A mother and 16 month old infant referred to the PAIRS team by the NHS for key work support.

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Dad was the sole carer and Mum struggled with chronic low mood, anxiety, OCD and agoraphobia. We helped her to leave the house to access local toddler services and encouraged the 3 of them to bond together – the family attended 25 sessions of therapy with a PAIRS psychotherapist which prompted Mum to say:

“Parenting doesn’t feel as overwhelming a task because I know now that my child’s need for me is different to what my mum demanded of me. I can see what kind of mother I want to be and I’m starting to feel like I have something good to give her.”

An 8 year old boy with ADHD was referred for anxiety, bullying, eating issues and friendship difficulties so came to us for play therapy at school.

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Over time he understood how the sessions could help him and he slowly gained confidence to express his full range of emotions with the counsellor who accepted him for who he was whilst at the same time maintaining boundaries to help keep him safe.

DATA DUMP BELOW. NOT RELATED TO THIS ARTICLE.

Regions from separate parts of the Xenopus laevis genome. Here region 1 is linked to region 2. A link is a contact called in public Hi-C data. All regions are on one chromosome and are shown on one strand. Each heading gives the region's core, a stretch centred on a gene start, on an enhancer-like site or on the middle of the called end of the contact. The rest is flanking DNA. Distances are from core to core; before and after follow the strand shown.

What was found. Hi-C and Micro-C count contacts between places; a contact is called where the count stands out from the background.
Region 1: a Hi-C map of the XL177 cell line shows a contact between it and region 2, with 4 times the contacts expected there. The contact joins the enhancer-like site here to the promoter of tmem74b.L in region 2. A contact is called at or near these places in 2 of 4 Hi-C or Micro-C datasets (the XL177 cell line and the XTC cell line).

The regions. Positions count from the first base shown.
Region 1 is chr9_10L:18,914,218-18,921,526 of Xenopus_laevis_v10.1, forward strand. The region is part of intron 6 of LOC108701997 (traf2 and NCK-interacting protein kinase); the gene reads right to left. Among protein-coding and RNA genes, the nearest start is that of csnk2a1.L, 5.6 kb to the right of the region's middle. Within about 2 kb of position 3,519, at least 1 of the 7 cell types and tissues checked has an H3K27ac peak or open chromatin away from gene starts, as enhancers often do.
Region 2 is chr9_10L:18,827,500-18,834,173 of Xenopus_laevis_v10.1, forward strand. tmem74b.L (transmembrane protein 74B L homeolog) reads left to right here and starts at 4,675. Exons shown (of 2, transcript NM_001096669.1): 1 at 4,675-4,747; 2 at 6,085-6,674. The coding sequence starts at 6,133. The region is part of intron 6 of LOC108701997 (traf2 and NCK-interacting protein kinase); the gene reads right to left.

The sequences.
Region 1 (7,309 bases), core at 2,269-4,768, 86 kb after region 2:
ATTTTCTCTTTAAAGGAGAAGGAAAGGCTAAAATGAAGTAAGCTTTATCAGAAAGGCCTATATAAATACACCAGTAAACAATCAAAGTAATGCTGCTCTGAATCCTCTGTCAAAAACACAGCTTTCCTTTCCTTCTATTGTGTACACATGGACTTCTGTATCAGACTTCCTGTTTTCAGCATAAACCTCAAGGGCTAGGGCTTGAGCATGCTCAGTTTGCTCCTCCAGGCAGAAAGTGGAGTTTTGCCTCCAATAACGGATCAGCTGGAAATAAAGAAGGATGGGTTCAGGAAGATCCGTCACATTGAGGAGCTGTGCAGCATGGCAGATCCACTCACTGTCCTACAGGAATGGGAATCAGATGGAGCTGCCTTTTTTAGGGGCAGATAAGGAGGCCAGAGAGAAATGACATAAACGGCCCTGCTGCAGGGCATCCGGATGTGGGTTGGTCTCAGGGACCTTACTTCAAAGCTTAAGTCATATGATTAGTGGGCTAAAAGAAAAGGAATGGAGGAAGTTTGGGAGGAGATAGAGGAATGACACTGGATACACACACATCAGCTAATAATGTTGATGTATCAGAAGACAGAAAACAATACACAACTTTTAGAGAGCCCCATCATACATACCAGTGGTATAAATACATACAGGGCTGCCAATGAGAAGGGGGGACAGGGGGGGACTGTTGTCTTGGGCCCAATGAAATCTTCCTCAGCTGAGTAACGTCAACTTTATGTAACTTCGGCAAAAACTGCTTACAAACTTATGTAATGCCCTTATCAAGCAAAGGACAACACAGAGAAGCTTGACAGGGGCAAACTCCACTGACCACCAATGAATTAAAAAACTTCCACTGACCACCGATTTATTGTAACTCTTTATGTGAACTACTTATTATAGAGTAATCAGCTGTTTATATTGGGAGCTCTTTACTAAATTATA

By the time his sessions ended he was much more confident walking around school, had better relationships with his peers and was eating a healthier diet.

A 19 year old female came onto the Talkbus with her Dad with concerns about mental health, friendship groups and that she wasn’t doing anything productive with her time.

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After a few visits to the Talkbus we began having much deeper and meaningful conversations. We helped her to stop using recreational drugs because they made her feel paranoid and changed her behaviour in a way she didn’t like.

We talked a lot about how the people she hung out with weren’t always around for her best interests and often encouraged her to do silly or potentially dangerous things. As she was very interested in working with animals we managed to get her onto a placement scheme at London Zoo and she has been accepted to study Zoology at University. We have agreed to stay in touch and support her for her next steps.